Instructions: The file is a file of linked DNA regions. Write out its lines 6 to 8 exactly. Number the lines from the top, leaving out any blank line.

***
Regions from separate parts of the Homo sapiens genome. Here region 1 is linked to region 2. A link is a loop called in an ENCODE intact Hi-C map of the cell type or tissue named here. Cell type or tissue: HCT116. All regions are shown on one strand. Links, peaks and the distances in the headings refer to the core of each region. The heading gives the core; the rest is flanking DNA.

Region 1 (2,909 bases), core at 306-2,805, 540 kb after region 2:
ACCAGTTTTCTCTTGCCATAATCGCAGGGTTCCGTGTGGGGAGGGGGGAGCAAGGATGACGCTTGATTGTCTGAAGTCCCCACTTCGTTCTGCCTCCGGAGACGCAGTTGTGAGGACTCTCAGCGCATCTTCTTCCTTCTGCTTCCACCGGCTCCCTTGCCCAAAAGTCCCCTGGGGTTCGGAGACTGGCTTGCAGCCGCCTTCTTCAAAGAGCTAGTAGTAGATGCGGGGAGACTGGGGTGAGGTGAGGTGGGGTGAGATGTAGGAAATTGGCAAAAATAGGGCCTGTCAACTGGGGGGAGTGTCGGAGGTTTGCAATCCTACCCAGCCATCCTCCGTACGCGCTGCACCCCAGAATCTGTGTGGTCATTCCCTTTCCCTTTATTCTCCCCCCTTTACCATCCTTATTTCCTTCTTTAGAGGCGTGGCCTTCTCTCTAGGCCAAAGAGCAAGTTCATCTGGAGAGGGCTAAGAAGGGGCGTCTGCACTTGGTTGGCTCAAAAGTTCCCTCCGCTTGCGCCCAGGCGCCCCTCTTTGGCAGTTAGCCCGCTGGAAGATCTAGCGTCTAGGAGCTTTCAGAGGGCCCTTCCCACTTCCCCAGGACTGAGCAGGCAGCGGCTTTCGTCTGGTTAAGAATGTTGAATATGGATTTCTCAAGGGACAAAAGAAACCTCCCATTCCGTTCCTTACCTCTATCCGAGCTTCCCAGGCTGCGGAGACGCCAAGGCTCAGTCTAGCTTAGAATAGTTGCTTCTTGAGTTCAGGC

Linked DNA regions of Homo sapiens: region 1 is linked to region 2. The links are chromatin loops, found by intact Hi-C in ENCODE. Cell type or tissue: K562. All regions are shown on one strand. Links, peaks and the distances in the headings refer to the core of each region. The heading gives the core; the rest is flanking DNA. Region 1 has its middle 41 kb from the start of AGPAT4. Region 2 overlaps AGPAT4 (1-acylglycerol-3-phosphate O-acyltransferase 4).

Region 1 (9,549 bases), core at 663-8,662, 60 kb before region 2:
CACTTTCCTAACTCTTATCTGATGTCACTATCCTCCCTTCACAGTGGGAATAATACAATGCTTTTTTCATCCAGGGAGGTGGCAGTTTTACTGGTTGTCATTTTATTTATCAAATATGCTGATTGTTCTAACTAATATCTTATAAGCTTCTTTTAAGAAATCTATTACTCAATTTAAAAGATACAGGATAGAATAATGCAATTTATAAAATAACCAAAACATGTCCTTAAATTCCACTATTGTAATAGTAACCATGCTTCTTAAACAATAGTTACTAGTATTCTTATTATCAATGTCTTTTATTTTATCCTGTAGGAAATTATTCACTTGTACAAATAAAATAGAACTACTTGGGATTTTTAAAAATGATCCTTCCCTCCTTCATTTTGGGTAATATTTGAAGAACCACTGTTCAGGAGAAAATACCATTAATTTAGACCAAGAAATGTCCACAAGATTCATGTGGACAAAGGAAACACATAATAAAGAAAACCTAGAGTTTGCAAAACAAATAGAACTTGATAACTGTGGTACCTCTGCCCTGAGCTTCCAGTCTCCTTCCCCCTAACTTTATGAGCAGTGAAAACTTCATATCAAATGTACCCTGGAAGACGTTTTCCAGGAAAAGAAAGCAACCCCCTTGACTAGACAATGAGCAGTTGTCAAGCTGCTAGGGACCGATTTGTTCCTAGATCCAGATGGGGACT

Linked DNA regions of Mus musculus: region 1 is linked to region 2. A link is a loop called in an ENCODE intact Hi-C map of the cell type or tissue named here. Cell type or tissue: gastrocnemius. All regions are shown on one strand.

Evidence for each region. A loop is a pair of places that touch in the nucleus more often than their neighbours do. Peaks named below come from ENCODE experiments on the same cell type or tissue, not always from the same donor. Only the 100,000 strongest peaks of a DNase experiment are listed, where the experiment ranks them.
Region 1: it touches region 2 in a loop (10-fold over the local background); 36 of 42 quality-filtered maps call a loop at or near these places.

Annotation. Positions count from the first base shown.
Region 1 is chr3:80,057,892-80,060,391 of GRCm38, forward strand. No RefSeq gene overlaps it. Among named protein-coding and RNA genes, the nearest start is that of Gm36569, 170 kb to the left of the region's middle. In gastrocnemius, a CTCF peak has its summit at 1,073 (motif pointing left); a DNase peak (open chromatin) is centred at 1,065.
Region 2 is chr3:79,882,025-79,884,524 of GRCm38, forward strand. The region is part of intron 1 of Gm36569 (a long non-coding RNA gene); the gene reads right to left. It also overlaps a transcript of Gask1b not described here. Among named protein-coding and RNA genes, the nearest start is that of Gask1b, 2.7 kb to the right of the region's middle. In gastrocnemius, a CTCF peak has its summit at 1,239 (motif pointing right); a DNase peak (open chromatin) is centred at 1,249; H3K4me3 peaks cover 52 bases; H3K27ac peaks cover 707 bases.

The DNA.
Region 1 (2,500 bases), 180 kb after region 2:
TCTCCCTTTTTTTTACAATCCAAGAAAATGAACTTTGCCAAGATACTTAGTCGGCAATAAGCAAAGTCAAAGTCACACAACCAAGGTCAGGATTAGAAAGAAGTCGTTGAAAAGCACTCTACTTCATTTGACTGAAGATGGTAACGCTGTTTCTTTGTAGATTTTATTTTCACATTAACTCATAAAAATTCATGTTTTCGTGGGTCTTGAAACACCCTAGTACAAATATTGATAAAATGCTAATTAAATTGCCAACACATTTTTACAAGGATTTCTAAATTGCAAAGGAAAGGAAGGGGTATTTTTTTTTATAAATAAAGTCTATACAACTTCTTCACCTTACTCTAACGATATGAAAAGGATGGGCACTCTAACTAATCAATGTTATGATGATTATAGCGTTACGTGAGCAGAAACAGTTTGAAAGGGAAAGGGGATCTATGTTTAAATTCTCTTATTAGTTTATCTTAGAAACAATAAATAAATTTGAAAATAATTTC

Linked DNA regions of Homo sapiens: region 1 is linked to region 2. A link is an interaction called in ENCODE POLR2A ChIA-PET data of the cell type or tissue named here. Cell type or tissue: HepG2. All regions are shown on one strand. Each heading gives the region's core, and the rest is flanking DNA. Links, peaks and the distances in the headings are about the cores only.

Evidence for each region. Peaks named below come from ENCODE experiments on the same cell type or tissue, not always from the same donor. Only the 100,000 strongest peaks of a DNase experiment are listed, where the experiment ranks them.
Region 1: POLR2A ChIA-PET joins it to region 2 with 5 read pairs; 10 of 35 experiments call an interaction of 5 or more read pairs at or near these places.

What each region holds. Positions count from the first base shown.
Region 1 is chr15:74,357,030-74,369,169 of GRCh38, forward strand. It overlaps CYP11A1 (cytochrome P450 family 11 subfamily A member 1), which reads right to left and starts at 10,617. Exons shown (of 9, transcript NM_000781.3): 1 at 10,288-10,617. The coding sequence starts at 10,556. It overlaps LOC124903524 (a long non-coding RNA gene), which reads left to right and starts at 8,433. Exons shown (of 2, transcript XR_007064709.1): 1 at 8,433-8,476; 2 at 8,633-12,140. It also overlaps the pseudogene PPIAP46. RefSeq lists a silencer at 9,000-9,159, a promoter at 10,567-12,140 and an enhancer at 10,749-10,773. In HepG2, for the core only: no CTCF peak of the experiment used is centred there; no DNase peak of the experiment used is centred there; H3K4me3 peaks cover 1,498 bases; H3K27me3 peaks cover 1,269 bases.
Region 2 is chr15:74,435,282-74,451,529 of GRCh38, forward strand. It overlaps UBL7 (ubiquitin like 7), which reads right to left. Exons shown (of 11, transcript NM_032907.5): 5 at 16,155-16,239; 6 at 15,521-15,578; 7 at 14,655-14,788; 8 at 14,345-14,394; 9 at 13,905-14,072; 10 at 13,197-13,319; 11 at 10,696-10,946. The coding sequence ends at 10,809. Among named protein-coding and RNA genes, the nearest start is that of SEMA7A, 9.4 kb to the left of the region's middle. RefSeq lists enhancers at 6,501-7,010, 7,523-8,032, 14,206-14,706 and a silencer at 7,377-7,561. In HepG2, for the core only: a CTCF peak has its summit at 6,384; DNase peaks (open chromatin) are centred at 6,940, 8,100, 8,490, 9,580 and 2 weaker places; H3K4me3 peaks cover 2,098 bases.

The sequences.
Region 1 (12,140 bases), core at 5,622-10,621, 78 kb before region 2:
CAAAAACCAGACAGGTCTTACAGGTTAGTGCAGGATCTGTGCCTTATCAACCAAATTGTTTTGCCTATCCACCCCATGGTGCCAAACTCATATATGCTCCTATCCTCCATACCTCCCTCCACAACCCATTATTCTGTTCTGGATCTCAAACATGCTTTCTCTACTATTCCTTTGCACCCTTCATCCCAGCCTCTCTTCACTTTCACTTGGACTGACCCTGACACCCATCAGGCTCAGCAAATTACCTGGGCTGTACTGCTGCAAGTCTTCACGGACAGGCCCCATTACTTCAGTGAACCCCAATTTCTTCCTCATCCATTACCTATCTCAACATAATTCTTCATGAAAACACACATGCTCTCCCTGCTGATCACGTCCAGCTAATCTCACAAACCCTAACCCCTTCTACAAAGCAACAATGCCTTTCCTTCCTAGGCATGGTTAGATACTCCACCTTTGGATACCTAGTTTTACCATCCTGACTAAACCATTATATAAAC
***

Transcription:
CACTTTCCTAACTCTTATCTGATGTCACTATCCTCCCTTCACAGTGGGAATAATACAATGCTTTTTTCATCCAGGGAGGTGGCAGTTTTACTGGTTGTCATTTTATTTATCAAATATGCTGATTGTTCTAACTAATATCTTATAAGCTTCTTTTAAGAAATCTATTACTCAATTTAAAAGATACAGGATAGAATAATGCAATTTATAAAATAACCAAAACATGTCCTTAAATTCCACTATTGTAATAGTAACCATGCTTCTTAAACAATAGTTACTAGTATTCTTATTATCAATGTCTTTTATTTTATCCTGTAGGAAATTATTCACTTGTACAAATAAAATAGAACTACTTGGGATTTTTAAAAATGATCCTTCCCTCCTTCATTTTGGGTAATATTTGAAGAACCACTGTTCAGGAGAAAATACCATTAATTTAGACCAAGAAATGTCCACAAGATTCATGTGGACAAAGGAAACACATAATAAAGAAAACCTAGAGTTTGCAAAACAAATAGAACTTGATAACTGTGGTACCTCTGCCCTGAGCTTCCAGTCTCCTTCCCCCTAACTTTATGAGCAGTGAAAACTTCATATCAAATGTACCCTGGAAGACGTTTTCCAGGAAAAGAAAGCAACCCCCTTGACTAGACAATGAGCAGTTGTCAAGCTGCTAGGGACCGATTTGTTCCTAGATCCAGATGGGGACT

Linked DNA regions of Mus musculus: region 1 is linked to region 2. A link is a loop called in an ENCODE intact Hi-C map of the cell type or tissue named here. Cell type or tissue: gastrocnemius. All regions are shown on one strand.

Evidence for each region. A loop is a pair of places that touch in the nucleus more often than their neighbours do. Peaks named below come from ENCODE experiments on the same cell type or tissue, not always from the same donor. Only the 100,000 strongest peaks of a DNase experiment are listed, where the experiment ranks them.